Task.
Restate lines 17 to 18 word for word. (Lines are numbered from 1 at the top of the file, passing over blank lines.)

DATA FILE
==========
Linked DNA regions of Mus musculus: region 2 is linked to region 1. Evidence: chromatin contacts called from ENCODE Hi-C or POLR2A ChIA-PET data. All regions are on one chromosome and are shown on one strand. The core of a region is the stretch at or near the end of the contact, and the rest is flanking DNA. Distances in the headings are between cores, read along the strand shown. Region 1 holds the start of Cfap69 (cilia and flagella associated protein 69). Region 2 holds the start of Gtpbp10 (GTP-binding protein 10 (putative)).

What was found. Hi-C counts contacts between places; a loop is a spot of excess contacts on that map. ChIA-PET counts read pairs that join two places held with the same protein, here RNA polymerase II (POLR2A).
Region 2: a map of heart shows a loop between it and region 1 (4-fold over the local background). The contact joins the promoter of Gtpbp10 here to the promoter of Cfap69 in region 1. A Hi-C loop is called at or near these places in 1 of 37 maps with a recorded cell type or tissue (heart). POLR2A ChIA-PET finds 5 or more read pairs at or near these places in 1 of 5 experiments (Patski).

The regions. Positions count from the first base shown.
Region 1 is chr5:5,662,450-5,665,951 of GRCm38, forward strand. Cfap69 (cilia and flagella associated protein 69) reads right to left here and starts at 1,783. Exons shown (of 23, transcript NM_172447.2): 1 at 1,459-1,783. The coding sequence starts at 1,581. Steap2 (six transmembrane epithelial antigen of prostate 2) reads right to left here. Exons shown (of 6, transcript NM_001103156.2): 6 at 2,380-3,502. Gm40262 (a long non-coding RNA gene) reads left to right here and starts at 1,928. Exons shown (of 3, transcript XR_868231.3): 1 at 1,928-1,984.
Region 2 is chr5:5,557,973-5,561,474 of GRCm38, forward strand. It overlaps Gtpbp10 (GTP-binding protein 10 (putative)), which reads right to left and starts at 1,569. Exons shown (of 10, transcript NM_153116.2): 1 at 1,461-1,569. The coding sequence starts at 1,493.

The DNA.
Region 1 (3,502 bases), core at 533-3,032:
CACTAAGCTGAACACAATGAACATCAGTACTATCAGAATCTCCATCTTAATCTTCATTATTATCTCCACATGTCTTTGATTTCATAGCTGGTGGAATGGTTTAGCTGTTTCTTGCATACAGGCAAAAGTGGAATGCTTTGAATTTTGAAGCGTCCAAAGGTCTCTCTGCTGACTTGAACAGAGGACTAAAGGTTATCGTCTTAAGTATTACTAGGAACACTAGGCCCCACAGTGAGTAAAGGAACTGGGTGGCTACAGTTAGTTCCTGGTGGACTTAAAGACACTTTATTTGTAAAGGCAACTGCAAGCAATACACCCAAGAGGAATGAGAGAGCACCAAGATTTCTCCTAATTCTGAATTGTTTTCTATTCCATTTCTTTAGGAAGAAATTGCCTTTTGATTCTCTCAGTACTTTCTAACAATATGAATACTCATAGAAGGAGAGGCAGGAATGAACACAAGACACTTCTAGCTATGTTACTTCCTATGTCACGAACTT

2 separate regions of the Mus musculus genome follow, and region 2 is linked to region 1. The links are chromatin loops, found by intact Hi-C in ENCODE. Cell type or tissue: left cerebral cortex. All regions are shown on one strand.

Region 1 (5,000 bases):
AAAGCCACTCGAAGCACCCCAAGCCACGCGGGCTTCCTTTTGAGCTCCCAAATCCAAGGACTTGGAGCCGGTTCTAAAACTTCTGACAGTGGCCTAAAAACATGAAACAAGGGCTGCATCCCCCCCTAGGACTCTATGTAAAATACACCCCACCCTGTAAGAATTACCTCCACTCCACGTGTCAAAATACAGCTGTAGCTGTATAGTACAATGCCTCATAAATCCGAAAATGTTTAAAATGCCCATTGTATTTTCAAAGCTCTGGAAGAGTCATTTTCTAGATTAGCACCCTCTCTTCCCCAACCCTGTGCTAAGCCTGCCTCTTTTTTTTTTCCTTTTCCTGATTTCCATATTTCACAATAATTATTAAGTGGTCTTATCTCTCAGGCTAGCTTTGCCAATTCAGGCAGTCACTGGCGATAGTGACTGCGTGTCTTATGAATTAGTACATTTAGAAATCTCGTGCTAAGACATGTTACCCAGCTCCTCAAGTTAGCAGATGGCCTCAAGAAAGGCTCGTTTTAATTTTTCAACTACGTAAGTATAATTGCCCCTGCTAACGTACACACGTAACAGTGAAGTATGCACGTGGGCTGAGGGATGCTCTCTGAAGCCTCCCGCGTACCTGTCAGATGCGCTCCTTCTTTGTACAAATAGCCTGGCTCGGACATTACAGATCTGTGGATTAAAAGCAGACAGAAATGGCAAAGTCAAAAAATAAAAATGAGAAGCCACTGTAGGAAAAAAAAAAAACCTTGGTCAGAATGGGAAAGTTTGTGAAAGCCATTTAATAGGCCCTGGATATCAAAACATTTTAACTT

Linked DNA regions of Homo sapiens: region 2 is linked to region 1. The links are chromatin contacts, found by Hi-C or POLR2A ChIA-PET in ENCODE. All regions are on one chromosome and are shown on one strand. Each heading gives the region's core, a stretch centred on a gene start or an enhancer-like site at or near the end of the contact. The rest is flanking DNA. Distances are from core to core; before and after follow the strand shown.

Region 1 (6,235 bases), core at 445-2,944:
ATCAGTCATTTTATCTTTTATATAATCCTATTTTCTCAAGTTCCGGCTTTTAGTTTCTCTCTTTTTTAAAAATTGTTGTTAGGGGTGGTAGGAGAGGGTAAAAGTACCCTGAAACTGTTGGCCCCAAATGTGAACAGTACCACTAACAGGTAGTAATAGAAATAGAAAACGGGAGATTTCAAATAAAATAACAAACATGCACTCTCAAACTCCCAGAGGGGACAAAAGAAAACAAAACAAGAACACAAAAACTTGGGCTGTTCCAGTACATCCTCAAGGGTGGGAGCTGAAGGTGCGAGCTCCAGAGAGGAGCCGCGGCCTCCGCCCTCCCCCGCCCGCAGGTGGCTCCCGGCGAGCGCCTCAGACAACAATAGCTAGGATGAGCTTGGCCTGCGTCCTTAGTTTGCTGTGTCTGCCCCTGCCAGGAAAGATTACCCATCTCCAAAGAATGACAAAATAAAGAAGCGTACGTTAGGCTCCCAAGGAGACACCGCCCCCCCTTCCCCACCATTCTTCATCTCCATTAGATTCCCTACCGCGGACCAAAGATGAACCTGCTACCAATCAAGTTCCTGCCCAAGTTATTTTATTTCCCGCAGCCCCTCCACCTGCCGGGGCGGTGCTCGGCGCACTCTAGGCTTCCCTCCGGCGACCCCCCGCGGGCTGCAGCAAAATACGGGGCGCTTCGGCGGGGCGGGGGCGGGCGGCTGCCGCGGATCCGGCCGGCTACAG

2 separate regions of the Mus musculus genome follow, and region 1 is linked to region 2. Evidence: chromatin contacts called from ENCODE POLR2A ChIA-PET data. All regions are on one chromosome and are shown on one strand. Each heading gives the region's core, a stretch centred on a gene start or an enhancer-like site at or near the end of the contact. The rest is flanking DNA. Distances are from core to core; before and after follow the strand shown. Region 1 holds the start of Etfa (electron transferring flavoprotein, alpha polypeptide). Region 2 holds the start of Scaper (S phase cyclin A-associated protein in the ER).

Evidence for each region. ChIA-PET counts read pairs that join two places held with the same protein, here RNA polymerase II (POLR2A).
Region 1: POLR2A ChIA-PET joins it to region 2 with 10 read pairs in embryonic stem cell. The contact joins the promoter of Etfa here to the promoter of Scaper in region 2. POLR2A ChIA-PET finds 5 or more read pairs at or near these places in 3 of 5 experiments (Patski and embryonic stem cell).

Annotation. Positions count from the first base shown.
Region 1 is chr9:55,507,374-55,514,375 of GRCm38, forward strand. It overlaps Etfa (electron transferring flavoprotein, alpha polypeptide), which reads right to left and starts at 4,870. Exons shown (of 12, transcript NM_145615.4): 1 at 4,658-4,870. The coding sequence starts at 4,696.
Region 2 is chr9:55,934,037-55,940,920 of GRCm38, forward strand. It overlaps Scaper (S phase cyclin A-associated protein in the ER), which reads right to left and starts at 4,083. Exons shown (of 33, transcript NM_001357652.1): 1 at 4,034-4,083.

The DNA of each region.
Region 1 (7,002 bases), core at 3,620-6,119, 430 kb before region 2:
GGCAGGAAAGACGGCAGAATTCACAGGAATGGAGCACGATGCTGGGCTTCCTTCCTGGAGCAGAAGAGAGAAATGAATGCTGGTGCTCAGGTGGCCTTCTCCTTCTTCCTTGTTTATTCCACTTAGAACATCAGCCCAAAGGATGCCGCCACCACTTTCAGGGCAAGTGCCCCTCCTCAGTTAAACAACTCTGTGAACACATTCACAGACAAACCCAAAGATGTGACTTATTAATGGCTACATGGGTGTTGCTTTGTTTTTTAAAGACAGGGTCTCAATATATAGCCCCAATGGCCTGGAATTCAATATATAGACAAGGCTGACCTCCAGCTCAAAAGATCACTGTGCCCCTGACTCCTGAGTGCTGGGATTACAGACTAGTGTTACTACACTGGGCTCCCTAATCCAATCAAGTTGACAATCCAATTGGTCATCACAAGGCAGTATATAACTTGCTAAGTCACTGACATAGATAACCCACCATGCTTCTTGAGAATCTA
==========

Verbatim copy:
Evidence for each region. ChIA-PET counts read pairs that join two places held with the same protein, here RNA polymerase II (POLR2A).
Region 1: POLR2A ChIA-PET joins it to region 2 with 10 read pairs in embryonic stem cell. The contact joins the promoter of Etfa here to the promoter of Scaper in region 2. POLR2A ChIA-PET finds 5 or more read pairs at or near these places in 3 of 5 experiments (Patski and embryonic stem cell).